Western Europe

Germans were predominantly the largest of the immigrant groups from the earliest immigrant settlements until the 1970's. The population was then estimated at 125,000 (as opposed to 100,000 Norwegians). Most were Lutherans, bringing with them the Bible in Luther's translation, which, it may be noted, was the first to separate out the Apocryphal books and place them between the Old and New Testaments. They came in to farm and then many turned to skilled crafts. The myth that they settled mostly in the New Ulm area because it reminded them of their home lands, is not actually borne out by the facts.

Speakers of English, French, Spanish, Italian, Welsh and Irish brought with them the Scriptures in their own languages, although there were plenty of translations available in this country for those that brought none. They were, of course, a mix of Catholic and Protestant and were in general fewer in number than those from Scandinavia and Eastern Europe.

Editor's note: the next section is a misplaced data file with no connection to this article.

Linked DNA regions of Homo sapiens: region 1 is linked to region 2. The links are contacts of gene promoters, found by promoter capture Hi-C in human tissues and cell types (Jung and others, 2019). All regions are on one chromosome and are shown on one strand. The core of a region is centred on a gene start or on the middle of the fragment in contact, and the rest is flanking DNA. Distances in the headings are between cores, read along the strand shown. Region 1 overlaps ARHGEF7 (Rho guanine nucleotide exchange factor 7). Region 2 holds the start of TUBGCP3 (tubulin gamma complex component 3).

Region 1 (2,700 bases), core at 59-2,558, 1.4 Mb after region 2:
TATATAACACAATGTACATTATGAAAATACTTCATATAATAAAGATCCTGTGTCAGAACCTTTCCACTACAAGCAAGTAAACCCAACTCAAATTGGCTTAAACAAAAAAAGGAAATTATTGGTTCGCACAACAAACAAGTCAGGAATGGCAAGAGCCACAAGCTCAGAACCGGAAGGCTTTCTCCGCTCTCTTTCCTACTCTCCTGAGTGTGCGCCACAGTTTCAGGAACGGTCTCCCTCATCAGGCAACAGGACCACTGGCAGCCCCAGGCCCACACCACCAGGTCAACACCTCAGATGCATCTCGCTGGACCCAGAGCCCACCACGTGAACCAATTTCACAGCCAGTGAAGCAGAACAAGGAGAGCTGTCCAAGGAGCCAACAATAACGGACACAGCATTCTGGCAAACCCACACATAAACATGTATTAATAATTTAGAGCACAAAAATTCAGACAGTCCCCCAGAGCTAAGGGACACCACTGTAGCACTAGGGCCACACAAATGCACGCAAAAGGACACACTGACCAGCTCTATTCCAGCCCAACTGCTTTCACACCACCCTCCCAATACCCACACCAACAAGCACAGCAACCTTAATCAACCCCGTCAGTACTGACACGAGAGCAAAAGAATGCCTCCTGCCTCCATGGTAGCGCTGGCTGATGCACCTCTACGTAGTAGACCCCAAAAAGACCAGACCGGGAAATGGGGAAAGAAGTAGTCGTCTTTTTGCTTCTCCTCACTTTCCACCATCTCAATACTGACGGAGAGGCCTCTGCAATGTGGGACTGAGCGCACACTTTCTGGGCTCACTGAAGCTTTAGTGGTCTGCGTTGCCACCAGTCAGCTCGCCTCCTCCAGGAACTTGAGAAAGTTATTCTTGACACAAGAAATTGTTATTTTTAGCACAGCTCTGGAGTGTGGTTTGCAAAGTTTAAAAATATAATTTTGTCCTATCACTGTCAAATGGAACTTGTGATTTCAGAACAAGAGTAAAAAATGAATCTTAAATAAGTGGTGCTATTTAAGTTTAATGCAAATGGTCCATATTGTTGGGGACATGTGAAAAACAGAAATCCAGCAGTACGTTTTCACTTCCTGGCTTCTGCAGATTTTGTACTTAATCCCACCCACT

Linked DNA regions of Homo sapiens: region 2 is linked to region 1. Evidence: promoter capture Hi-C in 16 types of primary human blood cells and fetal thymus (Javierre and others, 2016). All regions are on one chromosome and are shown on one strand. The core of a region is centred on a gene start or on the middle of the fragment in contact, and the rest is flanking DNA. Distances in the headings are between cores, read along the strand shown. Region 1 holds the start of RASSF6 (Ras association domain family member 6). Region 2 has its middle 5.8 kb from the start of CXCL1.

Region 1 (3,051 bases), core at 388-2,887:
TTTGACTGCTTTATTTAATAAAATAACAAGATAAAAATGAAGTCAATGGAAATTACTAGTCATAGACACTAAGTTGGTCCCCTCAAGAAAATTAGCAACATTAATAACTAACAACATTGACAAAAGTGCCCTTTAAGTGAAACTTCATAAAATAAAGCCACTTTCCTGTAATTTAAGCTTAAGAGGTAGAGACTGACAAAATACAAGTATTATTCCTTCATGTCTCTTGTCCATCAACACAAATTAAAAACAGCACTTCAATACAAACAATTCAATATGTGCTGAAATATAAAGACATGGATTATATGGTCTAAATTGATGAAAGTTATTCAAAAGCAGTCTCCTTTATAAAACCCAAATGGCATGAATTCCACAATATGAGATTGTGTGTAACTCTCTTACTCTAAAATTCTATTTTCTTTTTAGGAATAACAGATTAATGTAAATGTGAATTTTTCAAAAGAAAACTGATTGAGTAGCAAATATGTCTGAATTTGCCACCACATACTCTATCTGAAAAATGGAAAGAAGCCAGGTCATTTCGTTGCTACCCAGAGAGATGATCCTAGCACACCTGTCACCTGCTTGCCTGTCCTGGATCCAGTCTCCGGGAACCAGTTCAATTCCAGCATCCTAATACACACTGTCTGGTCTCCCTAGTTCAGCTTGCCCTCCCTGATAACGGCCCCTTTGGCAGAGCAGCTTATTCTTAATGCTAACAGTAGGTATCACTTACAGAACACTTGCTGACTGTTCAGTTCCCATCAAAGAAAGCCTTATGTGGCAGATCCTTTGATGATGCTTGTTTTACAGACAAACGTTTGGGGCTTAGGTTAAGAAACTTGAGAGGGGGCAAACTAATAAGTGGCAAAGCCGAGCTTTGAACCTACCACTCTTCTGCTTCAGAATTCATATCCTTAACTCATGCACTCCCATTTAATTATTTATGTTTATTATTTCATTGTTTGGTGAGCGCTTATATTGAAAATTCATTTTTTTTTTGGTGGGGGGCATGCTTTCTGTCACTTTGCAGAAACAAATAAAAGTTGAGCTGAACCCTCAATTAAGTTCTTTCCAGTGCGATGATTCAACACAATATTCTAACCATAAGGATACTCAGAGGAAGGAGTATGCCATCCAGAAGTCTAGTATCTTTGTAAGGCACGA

It is interesting to note that in recent years there has been a considerable increase in the immigration of Canadians, who generally would be counted among Western Europeans, but that may no longer be the case, as Canada has been more liberal than most countries in its acceptance of refugees from all parts of the world.

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Bible Printed for the Northern Bible Society
Oxford Press, 1944
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French New Testament
British and Foreign Bible Society, 1817
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German Old Testament
Holstein, 1712
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Italian Bible
London, 1821
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